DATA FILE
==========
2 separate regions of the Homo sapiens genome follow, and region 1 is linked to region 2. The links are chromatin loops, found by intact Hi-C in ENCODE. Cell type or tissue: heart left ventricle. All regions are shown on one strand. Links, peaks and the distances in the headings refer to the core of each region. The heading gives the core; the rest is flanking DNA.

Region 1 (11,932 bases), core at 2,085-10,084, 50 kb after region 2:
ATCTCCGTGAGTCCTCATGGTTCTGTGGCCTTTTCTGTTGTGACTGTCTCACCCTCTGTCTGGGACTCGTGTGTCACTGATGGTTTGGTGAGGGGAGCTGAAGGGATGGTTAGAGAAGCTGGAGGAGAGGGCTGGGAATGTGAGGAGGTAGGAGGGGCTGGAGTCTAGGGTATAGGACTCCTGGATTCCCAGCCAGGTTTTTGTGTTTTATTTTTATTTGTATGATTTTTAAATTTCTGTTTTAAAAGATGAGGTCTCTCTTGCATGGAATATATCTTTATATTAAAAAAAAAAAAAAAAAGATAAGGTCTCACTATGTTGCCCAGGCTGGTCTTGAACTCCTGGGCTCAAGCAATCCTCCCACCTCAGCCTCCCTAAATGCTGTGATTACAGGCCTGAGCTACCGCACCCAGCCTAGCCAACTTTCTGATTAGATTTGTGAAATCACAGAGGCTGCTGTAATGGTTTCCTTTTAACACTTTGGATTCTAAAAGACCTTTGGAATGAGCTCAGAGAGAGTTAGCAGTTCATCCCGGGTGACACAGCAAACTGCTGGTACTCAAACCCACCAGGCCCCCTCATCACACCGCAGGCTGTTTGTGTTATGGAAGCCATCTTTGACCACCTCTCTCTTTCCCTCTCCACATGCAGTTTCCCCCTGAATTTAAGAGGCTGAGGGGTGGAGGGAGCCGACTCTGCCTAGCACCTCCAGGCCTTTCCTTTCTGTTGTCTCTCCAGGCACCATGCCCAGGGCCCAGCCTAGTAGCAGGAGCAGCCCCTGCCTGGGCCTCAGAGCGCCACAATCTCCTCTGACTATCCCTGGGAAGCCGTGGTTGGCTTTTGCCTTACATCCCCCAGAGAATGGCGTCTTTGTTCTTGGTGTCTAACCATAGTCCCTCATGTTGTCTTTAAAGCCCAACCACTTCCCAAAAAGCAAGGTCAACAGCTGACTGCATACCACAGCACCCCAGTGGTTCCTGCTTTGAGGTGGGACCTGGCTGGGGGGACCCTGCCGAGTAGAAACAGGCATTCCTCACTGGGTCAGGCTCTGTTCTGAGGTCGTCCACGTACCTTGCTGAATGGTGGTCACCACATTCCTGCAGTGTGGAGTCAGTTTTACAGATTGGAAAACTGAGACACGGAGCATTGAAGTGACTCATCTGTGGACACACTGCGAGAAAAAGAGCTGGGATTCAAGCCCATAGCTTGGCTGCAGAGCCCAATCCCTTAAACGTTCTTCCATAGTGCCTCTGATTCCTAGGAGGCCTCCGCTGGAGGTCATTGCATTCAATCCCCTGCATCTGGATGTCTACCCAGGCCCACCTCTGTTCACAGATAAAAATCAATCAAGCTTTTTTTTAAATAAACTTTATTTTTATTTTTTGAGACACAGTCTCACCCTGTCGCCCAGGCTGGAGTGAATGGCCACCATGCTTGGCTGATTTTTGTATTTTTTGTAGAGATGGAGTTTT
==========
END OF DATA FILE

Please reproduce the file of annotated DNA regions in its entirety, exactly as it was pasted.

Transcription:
2 separate regions of the Homo sapiens genome follow, and region 1 is linked to region 2. The links are chromatin loops, found by intact Hi-C in ENCODE. Cell type or tissue: heart left ventricle. All regions are shown on one strand. Links, peaks and the distances in the headings refer to the core of each region. The heading gives the core; the rest is flanking DNA.

Region 1 (11,932 bases), core at 2,085-10,084, 50 kb after region 2:
ATCTCCGTGAGTCCTCATGGTTCTGTGGCCTTTTCTGTTGTGACTGTCTCACCCTCTGTCTGGGACTCGTGTGTCACTGATGGTTTGGTGAGGGGAGCTGAAGGGATGGTTAGAGAAGCTGGAGGAGAGGGCTGGGAATGTGAGGAGGTAGGAGGGGCTGGAGTCTAGGGTATAGGACTCCTGGATTCCCAGCCAGGTTTTTGTGTTTTATTTTTATTTGTATGATTTTTAAATTTCTGTTTTAAAAGATGAGGTCTCTCTTGCATGGAATATATCTTTATATTAAAAAAAAAAAAAAAAAGATAAGGTCTCACTATGTTGCCCAGGCTGGTCTTGAACTCCTGGGCTCAAGCAATCCTCCCACCTCAGCCTCCCTAAATGCTGTGATTACAGGCCTGAGCTACCGCACCCAGCCTAGCCAACTTTCTGATTAGATTTGTGAAATCACAGAGGCTGCTGTAATGGTTTCCTTTTAACACTTTGGATTCTAAAAGACCTTTGGAATGAGCTCAGAGAGAGTTAGCAGTTCATCCCGGGTGACACAGCAAACTGCTGGTACTCAAACCCACCAGGCCCCCTCATCACACCGCAGGCTGTTTGTGTTATGGAAGCCATCTTTGACCACCTCTCTCTTTCCCTCTCCACATGCAGTTTCCCCCTGAATTTAAGAGGCTGAGGGGTGGAGGGAGCCGACTCTGCCTAGCACCTCCAGGCCTTTCCTTTCTGTTGTCTCTCCAGGCACCATGCCCAGGGCCCAGCCTAGTAGCAGGAGCAGCCCCTGCCTGGGCCTCAGAGCGCCACAATCTCCTCTGACTATCCCTGGGAAGCCGTGGTTGGCTTTTGCCTTACATCCCCCAGAGAATGGCGTCTTTGTTCTTGGTGTCTAACCATAGTCCCTCATGTTGTCTTTAAAGCCCAACCACTTCCCAAAAAGCAAGGTCAACAGCTGACTGCATACCACAGCACCCCAGTGGTTCCTGCTTTGAGGTGGGACCTGGCTGGGGGGACCCTGCCGAGTAGAAACAGGCATTCCTCACTGGGTCAGGCTCTGTTCTGAGGTCGTCCACGTACCTTGCTGAATGGTGGTCACCACATTCCTGCAGTGTGGAGTCAGTTTTACAGATTGGAAAACTGAGACACGGAGCATTGAAGTGACTCATCTGTGGACACACTGCGAGAAAAAGAGCTGGGATTCAAGCCCATAGCTTGGCTGCAGAGCCCAATCCCTTAAACGTTCTTCCATAGTGCCTCTGATTCCTAGGAGGCCTCCGCTGGAGGTCATTGCATTCAATCCCCTGCATCTGGATGTCTACCCAGGCCCACCTCTGTTCACAGATAAAAATCAATCAAGCTTTTTTTTAAATAAACTTTATTTTTATTTTTTGAGACACAGTCTCACCCTGTCGCCCAGGCTGGAGTGAATGGCCACCATGCTTGGCTGATTTTTGTATTTTTTGTAGAGATGGAGTTTT